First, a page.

The average American carries credit card balances that top $6,100, an increase of 15% since 2012, according to a recent study by Experian. What was even more surprising and sobering at the same time was that credit card debt has suprassed $830 billion dollars as of Q2 of 2019. While we preach responsible credit card use, and to pay off your credit card when you receive your statement, these data points reflect many Americans are relying on their plastic to finance a lifestyle they cannot afford.
What cities in America are most strapped with credit card debt? Check out the top five below:
New Caanan, CT (Average Balance $14,362)
Winnetka, IL (Average Balance $14,917)
Palm Beach, FL (Average Balance $14,947)
Pacific Palisades, CA (Average Balance $15,175)
Paradise Valley, AZ (Average Balance $15,221)
No matter where you live, credit card debt can be costly. If you find yourself with over $10,000 in revolving debt, there are two actionable items you can do today to stop the bleeding.
Stop Using The Credit Cards
Sounds simple, right? If you want to get out of debt, you need to stop putting yourself in more debt. That means you may have to cut up the existing cards you have, and in extreme measures, close the cards even before you pay off the balances owed. These measures are not prescribed for the masses, so before you write venom in our comments, please understand that. The reality is if you are carrying credit card debt that exceeds some of the numbers above without a plan to eliminate it for good, you are on a financial slippery slope that can (and likely will) end bad.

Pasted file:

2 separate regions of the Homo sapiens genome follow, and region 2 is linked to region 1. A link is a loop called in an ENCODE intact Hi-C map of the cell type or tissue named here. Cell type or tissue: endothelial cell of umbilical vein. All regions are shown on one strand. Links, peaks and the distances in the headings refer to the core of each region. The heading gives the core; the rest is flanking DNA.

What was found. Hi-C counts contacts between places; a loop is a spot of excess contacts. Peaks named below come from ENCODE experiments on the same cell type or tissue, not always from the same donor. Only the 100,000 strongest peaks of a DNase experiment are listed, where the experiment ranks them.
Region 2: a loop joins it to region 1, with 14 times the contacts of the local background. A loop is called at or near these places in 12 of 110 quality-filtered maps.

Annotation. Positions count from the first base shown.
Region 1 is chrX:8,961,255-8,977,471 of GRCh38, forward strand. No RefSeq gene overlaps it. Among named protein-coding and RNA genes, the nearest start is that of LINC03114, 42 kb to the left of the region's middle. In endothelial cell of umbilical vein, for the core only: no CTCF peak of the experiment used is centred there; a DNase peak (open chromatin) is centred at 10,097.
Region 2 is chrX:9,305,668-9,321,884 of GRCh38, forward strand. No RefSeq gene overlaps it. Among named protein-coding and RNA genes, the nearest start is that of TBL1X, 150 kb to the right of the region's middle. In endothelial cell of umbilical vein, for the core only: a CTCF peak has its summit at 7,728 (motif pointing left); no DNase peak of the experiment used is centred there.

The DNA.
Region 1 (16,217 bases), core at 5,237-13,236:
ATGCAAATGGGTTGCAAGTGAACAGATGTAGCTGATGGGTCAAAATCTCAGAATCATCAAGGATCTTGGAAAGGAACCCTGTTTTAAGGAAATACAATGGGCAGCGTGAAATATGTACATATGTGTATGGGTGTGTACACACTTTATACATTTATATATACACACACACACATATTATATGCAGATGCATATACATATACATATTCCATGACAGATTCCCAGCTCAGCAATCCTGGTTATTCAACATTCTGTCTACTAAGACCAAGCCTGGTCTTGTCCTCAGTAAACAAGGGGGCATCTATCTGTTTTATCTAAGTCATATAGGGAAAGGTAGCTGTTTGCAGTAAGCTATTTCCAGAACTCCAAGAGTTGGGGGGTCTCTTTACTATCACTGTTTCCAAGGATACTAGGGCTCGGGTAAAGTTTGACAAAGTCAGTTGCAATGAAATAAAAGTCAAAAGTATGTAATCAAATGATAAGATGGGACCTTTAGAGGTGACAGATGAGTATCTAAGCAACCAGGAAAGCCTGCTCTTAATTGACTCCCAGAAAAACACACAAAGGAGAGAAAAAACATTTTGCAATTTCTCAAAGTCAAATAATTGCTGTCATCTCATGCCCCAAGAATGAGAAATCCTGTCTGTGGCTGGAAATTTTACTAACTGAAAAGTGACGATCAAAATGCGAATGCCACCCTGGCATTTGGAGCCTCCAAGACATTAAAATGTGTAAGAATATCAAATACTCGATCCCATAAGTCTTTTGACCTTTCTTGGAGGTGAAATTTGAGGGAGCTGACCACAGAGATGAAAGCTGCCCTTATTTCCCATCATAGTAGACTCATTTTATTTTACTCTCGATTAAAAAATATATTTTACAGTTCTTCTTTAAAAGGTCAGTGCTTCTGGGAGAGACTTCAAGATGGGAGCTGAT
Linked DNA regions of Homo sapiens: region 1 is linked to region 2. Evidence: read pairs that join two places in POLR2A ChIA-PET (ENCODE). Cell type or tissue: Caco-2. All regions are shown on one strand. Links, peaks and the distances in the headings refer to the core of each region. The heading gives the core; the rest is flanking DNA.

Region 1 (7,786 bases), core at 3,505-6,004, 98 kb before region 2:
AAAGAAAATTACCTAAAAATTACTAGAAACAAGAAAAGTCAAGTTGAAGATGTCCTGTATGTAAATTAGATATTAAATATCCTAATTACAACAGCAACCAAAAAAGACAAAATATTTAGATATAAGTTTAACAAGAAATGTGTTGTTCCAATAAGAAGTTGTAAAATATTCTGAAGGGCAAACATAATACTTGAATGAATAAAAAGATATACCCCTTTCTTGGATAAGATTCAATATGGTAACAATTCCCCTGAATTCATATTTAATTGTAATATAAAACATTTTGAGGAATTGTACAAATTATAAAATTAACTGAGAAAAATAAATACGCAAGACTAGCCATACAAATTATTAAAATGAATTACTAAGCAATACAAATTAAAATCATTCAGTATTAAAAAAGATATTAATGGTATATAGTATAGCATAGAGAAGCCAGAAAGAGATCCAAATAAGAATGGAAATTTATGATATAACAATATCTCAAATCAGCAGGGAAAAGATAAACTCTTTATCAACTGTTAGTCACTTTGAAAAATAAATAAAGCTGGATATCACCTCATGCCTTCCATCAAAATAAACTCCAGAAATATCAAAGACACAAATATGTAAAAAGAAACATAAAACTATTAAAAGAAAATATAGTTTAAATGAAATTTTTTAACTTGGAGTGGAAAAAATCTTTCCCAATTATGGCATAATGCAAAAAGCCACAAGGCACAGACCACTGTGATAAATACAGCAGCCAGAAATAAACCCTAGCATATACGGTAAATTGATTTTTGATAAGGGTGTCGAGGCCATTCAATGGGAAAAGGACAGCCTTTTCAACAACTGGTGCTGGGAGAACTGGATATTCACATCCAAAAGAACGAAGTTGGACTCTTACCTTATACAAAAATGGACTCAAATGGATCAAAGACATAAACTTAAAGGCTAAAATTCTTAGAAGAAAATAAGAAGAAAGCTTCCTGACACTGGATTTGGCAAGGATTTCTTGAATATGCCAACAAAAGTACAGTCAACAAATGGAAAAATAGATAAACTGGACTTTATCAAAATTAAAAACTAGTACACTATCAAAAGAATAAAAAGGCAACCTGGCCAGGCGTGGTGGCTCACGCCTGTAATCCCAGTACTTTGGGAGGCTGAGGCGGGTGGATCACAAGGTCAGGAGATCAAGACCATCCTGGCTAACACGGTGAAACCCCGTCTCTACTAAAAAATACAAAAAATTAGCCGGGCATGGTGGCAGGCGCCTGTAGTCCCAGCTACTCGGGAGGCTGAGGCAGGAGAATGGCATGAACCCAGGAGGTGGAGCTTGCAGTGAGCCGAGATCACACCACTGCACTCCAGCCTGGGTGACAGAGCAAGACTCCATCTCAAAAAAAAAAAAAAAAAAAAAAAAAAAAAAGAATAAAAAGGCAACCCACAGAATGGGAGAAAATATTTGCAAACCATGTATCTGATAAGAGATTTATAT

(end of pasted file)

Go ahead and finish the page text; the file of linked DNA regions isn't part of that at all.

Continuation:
In order to avoid the worst case scenario, which could be wrecking your credit and ending up in collections or bankruptcy, you need to identify the root cause of your problem. Someone who ran up credit card debt to pay for medical bills is going to view their debt much differently than someone who can’t turn down the latest sale they receive in their e-mail from their favorite store. Performing a drastic measure such as cutting up credit cards will help eliminate acting on the temptation, but for some, closing the cards will take it a step further to avoid more debt.
Commit To A Plan
We don’t care if you choose the Debt Snowball or the Debt Avalanche, you need to do something. As we approach a new year, you do not want to spend another 12 months making the companies who issued you credit rich, at the expense of your financial future. No one can decide this for you, however if you commit to getting out of debt for good, consider reading our challenge here.